Back to the Table of Contents

Winter 2011

Visual Arts

Shades in Time: Attitudes towards African Descendants in Mexico by Maria de la luz Matus-Mendoza

"Drawing on a sociolinguistic approach which loosely encompasses perceptual dialectology and critical discourse analysis, attitudes towards Afro-Mexicans will be analyzed as seen in three popular movies from the late 1950s and a popular soap opera from the mid 1980s. The following pages are dedicated to answer two questions: Are Mexicans prejudiced against Afro-Mexicans? Have Mexicans’ attitudes towards Afro-Mexicans changed?"

Non-Fiction

The Gathering of the Elders by Wesli Court, a book review by Michael Palma

"The Gathering of the Elders, as suggested by its title (and its dedication “to the memory of all those who have left us”), is a book of reminiscences and commemorations, many of them elegiac in tone. These concerns—reinforced by the frequent use of (usually rhymed) iambic pentameter—give the collection a unity and depth of treatment."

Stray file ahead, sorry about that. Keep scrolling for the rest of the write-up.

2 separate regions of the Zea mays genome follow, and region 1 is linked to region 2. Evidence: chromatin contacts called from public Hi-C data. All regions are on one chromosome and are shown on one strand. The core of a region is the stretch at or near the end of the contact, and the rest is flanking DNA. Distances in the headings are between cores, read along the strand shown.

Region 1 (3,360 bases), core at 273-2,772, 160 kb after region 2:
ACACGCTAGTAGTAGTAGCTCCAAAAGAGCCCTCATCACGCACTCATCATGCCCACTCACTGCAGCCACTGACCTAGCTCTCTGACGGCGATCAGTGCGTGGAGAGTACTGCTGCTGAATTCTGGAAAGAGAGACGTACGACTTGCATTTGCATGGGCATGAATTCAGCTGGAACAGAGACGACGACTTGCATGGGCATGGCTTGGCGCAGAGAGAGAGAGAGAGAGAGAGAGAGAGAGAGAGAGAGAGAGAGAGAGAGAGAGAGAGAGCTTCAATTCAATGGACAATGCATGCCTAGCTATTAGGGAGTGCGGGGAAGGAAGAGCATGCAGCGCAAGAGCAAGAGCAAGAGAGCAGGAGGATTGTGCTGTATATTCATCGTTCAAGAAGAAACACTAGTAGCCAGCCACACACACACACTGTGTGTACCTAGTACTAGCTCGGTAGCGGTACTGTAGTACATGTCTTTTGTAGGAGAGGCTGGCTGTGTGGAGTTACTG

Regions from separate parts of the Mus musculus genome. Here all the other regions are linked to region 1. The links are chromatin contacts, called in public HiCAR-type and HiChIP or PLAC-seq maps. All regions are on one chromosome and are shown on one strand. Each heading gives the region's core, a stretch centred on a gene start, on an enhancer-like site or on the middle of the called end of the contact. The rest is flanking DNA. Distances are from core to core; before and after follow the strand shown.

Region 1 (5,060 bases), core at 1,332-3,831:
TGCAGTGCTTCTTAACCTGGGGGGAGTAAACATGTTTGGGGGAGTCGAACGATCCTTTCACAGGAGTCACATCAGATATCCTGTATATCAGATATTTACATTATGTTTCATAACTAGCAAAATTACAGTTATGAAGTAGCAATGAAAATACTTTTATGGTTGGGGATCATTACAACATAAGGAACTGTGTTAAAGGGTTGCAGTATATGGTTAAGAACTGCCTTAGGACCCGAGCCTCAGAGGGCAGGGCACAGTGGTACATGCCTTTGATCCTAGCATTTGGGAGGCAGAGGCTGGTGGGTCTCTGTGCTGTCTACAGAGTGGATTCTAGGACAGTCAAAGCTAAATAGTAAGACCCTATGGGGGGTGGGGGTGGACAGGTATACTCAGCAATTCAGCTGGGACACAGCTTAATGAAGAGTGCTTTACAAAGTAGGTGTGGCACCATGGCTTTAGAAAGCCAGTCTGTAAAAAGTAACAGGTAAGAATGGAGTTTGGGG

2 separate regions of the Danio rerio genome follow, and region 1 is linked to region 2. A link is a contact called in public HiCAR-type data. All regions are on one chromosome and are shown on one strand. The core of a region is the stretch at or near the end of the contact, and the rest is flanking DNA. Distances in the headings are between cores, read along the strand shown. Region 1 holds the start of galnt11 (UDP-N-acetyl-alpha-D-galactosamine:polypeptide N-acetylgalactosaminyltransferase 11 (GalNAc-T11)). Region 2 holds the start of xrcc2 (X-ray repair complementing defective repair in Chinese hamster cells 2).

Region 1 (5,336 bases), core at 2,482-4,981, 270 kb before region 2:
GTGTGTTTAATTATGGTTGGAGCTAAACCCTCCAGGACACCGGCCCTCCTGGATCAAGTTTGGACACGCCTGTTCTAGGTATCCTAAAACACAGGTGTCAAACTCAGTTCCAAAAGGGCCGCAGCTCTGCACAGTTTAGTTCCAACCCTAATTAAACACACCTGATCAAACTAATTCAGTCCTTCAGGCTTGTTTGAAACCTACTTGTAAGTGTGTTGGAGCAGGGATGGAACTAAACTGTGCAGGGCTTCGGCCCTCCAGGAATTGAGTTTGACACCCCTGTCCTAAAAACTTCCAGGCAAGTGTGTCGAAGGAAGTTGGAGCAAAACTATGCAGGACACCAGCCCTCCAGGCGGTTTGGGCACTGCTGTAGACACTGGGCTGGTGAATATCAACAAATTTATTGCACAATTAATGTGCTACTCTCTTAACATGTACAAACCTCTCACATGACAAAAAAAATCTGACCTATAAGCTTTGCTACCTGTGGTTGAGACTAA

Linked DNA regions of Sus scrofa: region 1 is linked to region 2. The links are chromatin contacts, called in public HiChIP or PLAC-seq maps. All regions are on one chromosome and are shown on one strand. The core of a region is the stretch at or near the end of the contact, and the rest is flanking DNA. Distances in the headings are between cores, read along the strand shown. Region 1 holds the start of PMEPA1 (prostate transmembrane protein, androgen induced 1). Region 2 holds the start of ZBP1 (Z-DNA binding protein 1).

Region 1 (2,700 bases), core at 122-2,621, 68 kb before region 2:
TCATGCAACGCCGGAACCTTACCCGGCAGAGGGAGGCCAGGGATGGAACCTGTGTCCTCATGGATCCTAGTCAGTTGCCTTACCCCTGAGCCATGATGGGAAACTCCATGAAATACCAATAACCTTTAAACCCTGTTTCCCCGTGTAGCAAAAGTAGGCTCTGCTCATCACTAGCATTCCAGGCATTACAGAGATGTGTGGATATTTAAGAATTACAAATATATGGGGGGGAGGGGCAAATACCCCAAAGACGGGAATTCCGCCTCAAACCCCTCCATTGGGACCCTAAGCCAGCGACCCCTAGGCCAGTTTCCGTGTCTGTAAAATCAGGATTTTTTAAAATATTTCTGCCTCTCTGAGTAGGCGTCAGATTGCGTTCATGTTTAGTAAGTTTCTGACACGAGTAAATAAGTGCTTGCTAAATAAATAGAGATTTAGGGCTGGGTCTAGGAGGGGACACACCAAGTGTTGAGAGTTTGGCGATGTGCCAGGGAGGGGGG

“Lately I’ve Wondered” A Review of Rhina Espaillat’s Her Place in These Designs by Alfred Nicol

"The first poem in Her Place in These Designs announces the poet’s intention to move freely, wherever her place may be. The poet is looking at old snapshots of herself—“good little girl,” “nice girl,” “obedient”—when she notices “a certain look / I don’t remember in our common face.” She recognizes in it an attitude of defiance, and she celebrates its furtive appearance in the old family photo albums; without that streak of independence, the young girl might not have escaped “the sanctities of custom.” She might never have become the poet she has become. The poet is Rhina Espaillat, who built some mischief into the title of the poem: “Snaps” refers to the snapshots mentioned in the poem but retains the further connotation of clasps, catches, fastening devices; it even hints at the sound of them coming undone!"